The first call for an end to Antarctic whaling came from what was then a radical community and radicals must, as Saul Alinsky pointed out in “Rules for Radicals”: “..be resilient, adaptable to shifting political circumstances, and sensitive enough to the process of action and reaction to avoid being trapped by their own tactics and forced to travel a road not of their choosing.” No one tactic prevails in a successful search for change and the anti-whaling community has adapted, shifted and pressed to overturn what they saw as an unacceptable status quo and what was first seen as impossible, then possible, then likely is now widely recognized as inevitable.

  5. Liz Smith says:

    Thank you, Carl, for standing up and asking this tough question out loud and on record. It is one I’ve been asking for years and no one could give me a reasonable answer. While I support an end to dolphin and whale killing, it’s as if the defenders of whales and dolphins can intrinsically do no wrong.
    It’s an issue that’s prevalent in a lot of activism (and not just environmental causes) – sometimes continuing to pressure an issue on an ideological platform only causes “the other side’ to dig their heels in harder. I believe that asking real questions about these issues is the next step to crossing the line that currently divides our own country and starting to realize that we essentially all want the same things.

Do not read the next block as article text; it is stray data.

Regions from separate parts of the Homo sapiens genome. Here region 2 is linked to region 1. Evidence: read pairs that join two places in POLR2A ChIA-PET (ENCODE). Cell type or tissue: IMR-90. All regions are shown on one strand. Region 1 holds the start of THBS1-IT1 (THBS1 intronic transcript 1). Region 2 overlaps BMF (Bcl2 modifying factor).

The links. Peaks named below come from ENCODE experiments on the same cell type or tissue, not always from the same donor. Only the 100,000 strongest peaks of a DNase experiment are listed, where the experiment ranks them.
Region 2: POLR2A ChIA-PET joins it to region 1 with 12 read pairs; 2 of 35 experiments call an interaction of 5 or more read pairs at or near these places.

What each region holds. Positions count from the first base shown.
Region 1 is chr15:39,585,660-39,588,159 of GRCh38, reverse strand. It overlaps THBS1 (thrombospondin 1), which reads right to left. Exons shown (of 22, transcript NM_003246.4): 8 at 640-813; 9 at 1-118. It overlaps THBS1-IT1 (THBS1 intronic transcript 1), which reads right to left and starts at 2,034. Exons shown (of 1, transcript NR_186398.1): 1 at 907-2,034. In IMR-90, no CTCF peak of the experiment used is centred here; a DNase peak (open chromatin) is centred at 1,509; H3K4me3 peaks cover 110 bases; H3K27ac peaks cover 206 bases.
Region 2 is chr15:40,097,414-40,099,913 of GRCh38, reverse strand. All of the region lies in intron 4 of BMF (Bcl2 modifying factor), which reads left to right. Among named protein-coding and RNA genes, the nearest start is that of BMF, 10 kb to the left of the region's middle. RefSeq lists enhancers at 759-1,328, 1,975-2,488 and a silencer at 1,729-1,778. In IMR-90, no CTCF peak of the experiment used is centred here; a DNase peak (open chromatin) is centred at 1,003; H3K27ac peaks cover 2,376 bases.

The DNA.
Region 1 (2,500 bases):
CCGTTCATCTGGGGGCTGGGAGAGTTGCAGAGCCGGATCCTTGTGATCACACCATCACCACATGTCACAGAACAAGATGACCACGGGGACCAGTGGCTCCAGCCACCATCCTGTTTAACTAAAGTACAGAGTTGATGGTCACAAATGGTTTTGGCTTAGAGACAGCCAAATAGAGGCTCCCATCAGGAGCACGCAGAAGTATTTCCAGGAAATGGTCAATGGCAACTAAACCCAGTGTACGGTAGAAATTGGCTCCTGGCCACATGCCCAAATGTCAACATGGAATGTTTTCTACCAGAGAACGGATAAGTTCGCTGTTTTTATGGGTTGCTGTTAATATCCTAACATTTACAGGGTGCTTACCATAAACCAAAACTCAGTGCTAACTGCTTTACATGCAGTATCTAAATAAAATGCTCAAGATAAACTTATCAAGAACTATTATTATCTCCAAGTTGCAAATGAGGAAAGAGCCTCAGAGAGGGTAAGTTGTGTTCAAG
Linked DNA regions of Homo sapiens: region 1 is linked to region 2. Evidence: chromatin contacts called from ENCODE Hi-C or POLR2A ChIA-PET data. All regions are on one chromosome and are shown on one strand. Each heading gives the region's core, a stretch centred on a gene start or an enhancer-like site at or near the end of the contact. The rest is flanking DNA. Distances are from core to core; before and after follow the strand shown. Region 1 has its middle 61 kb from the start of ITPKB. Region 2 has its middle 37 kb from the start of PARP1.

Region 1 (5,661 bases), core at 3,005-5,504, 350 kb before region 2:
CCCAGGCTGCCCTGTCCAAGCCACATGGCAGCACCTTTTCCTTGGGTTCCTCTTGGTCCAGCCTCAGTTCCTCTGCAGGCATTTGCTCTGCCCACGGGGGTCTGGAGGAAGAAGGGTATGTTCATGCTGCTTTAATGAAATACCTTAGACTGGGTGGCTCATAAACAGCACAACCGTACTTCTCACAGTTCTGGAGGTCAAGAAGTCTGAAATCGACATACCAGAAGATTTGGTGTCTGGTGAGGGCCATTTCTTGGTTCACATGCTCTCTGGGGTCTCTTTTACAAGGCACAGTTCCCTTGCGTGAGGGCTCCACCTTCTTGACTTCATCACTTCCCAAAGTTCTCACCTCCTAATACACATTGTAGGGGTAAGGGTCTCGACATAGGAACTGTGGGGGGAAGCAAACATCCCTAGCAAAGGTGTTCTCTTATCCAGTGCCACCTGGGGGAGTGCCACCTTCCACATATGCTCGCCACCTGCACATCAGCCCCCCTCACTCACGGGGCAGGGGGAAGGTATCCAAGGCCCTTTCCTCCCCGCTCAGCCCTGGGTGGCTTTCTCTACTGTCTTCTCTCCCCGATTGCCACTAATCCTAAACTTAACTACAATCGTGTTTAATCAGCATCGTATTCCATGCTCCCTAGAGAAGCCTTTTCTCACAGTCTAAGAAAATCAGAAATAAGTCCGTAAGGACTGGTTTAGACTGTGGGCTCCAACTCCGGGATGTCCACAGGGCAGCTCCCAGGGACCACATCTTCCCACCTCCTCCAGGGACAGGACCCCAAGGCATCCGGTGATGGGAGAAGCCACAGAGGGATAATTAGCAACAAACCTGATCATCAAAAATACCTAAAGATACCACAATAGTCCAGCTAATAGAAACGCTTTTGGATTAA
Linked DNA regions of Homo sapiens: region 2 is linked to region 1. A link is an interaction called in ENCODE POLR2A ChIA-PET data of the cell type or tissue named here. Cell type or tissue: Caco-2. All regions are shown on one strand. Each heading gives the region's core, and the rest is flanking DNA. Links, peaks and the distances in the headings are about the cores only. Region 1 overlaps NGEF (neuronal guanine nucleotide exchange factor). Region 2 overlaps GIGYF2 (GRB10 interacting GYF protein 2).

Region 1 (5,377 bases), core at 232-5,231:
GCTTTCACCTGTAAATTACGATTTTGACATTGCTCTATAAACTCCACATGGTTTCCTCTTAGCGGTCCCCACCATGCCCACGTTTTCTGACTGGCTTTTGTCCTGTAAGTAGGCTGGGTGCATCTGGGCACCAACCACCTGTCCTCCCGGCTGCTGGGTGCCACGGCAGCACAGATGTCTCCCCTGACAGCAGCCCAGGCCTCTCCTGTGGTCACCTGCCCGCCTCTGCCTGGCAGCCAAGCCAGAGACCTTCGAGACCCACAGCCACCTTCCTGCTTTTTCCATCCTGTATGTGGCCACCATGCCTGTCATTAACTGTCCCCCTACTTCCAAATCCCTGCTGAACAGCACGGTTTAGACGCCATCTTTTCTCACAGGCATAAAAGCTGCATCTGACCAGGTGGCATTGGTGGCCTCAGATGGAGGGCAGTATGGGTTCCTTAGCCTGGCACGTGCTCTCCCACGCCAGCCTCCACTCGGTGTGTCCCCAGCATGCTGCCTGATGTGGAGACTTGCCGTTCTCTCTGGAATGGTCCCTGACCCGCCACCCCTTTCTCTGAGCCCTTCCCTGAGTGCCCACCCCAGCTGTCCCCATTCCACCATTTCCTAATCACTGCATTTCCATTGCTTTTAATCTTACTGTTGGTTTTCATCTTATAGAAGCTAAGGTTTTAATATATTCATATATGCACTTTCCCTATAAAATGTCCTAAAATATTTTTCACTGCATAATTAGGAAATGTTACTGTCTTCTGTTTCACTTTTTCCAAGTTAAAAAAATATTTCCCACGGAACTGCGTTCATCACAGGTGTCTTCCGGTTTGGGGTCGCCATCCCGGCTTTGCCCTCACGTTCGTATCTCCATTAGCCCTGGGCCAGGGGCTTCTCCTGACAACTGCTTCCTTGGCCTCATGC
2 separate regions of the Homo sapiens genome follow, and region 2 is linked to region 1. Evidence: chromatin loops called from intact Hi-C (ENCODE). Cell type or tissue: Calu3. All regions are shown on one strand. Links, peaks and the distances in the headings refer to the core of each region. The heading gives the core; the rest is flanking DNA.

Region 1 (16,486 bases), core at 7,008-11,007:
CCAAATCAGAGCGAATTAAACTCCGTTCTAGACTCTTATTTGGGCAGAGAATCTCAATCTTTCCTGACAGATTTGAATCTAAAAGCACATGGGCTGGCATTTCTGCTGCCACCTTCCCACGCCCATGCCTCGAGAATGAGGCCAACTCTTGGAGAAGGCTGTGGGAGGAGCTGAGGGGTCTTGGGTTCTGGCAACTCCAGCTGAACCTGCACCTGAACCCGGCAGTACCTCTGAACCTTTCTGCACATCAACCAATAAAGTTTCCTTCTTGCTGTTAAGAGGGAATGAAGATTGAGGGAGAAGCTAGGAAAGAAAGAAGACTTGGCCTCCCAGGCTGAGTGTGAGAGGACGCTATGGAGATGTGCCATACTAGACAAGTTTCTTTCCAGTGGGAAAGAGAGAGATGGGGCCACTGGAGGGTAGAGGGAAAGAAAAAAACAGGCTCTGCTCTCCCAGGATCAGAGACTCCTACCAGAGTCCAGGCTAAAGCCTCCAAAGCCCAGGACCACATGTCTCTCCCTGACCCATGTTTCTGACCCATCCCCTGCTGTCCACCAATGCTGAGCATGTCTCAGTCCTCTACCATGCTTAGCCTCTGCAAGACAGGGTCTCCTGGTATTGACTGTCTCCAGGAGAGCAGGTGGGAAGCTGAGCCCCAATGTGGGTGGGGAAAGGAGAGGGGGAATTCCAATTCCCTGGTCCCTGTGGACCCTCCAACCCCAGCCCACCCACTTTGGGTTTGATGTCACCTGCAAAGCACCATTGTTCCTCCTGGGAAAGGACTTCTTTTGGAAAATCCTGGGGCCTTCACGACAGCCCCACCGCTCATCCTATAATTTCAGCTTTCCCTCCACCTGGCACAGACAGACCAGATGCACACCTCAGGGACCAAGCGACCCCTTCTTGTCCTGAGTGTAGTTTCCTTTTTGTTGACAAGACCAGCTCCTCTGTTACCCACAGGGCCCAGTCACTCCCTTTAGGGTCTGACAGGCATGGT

6. […] Did Outsider Pressure Speed The End Of Japan’s Antarctic Whaling—Or Prolong It? | Carl Safina. Conservation & Environment, Fishing, Industry & Government   Japan, whaling […]

  7. […] Japan’s Antarctic whalers have given up the season early, having killed few whales. But I wonder: … […]

  8. Bob Berwyn says:

    Many people would not even know about the whaling if it weren’t for the Sea Shepherds. This sounds a little environmental insiderism and elitism. It’s also not just about the Japanese whaling but about overall environmental consciousness.

  9. Lowell says:

    Carl, This question is surreal…..and was raised in 2005 by Peter Heller. Who cares what the collective Japanese ego “needs”? Not I. The era of excusing crimes by saying “it’s OK because WE are ” fill in the blank” has passed. Sea Shepherd has done more to bring attention to this absurd and murderous tradition than any other organization, ever…..which far outweighs any damage (IF any) they’ve done. Pretty amusing (and sad) that these hard-core anti-whaling soldiers are even being considered as culpable. Greenpeaces’ sissy-fied approach basically does nothing, but Watson’s crews both cause and prevent the problem….Please.

    • carls_crew says:

      “Surreal… Who cares… Pretty amusing (and sad)… sissified…” That’s not an incisive analysis. Yes we all like to root for Sea Shepherd. The question is whether they do more harm than good. It’s a serious question. Your responses are entirely emotional, but do you actually want to save whales, or just root for the people you like? If you want to save whales, you have to ask what works and why, and what isn’t working and why not. Whether you like it or not.